Marcel and Neil from the Hippy Seed Company, supplier of all our seeds, met up one day over a hot chilli chef lunch (see our YouTube Channel featuring the Hot Chilli Chef and Neil at: http://www.youtube.com/user/thechillifactory) and started to talk chillies and a chilli, hot food and fun relationship was born.
Neil and Marcel started to discuss the various chillies and heat levels of chillies and one thing lead to another. Neil mentioned this Scorpion chilli and after trying that particular chilli, thought it tasted hotter than the Jolokia chilli. (at that time the hottest in the world). Sharing this chilli with Marcel, they both decided it definitely tasted hotter! A new idea was born... why not grow and cultivate this new chilli?
Neil had some seeds available for Marcel and soon Marcel started to sow this new Trinidad Scorpion Butch T variety in the back of his property. (July 2010) Extending the existing hothouse and adding an outside grow area for another 1,500 chilli plants at the same time as well.
The first fruit appeared in January 2011. Eager and curious about the heat level of this Trinidad Scorpion chilli, Marcel sent the first pods to a laboratory to be tested. Here the heat levels of a chilli can be scientifically tested and measured against the Wilbur Scoville heat scale to measure the heat of a chilli pod.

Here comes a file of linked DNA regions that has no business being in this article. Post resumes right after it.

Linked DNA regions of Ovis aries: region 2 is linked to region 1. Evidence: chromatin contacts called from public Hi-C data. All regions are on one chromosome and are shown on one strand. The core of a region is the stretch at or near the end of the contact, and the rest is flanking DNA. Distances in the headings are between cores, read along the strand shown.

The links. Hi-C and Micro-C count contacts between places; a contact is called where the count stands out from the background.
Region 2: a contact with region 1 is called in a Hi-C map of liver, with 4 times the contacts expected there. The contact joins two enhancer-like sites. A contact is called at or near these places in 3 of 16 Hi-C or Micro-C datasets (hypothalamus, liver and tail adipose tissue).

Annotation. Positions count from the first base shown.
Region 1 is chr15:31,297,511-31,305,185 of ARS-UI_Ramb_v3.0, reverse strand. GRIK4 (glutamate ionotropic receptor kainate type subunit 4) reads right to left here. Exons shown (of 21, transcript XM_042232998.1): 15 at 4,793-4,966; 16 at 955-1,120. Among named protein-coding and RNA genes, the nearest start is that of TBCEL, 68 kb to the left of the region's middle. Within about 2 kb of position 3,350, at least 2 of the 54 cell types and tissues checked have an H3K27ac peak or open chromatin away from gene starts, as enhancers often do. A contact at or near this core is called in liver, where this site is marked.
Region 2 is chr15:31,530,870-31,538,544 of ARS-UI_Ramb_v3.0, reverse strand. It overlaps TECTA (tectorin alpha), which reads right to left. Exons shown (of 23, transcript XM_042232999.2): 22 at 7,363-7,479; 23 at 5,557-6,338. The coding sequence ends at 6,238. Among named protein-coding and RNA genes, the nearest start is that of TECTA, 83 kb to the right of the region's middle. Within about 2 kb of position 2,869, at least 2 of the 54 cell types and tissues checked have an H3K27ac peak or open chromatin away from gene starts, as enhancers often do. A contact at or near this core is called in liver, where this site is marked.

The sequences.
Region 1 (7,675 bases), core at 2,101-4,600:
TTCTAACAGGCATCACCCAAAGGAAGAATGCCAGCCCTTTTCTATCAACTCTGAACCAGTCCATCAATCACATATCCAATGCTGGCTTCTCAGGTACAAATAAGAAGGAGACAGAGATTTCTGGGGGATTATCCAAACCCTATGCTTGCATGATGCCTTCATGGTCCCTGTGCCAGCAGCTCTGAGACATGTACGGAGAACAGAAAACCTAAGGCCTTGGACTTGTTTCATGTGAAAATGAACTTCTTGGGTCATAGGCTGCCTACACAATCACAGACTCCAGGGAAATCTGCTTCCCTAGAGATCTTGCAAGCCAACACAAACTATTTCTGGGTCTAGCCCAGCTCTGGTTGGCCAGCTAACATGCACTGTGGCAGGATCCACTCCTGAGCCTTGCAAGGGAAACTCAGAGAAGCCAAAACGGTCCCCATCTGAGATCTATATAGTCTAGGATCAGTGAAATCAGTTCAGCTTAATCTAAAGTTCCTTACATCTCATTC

All involved were thrilled and excited to await the new test results. The first tests showed and measured an astonishing 1,463,700 Scoville heat units.... hotter than any other chilli known to mankind.
We are now aiming at making this official with "Guinness World Records" to be officially named the developers/growers of the hottest chilli in the world!
Enjoy this extremely hot Chilli!
The Hot Chilli Team, Marcel, Connie and Alex de Wit
The Chilli Factory
Phone: + 61 (0)2 4973 3751 begin_of_the_skype_highlighting + 61 (0)2 4973 3751 end_of_the_skype_highlighting
Fax number: + 61 (0)2 4973 3951
Contact: Mr. Marcel or Alex de Wit
The Chilli Factory
1 Ironbark road
Morisset NSW 2264 Australia
The Trinidad Scorpion grown with Worm Juice:
The Trinidad Scorpion Butch T cultivar: (Taylor).
The Trinidad scorpion is morphologically similar to Capsicum chinense cultivars although nil genetic analysis has been undertaken to confirm this. The plant produces a heavy crop of large, pointed, wrinkled fruit that turn from green to a rich red.
There are a number of cultivars of this variety including the Marouga, Chocolate, Orange and the recently discovered Numex scorpion.
Many of the scorpion cultivars have previously been subjected to “heat” analysis with reported measurements reaching as high as 1,300,000 Scoville units.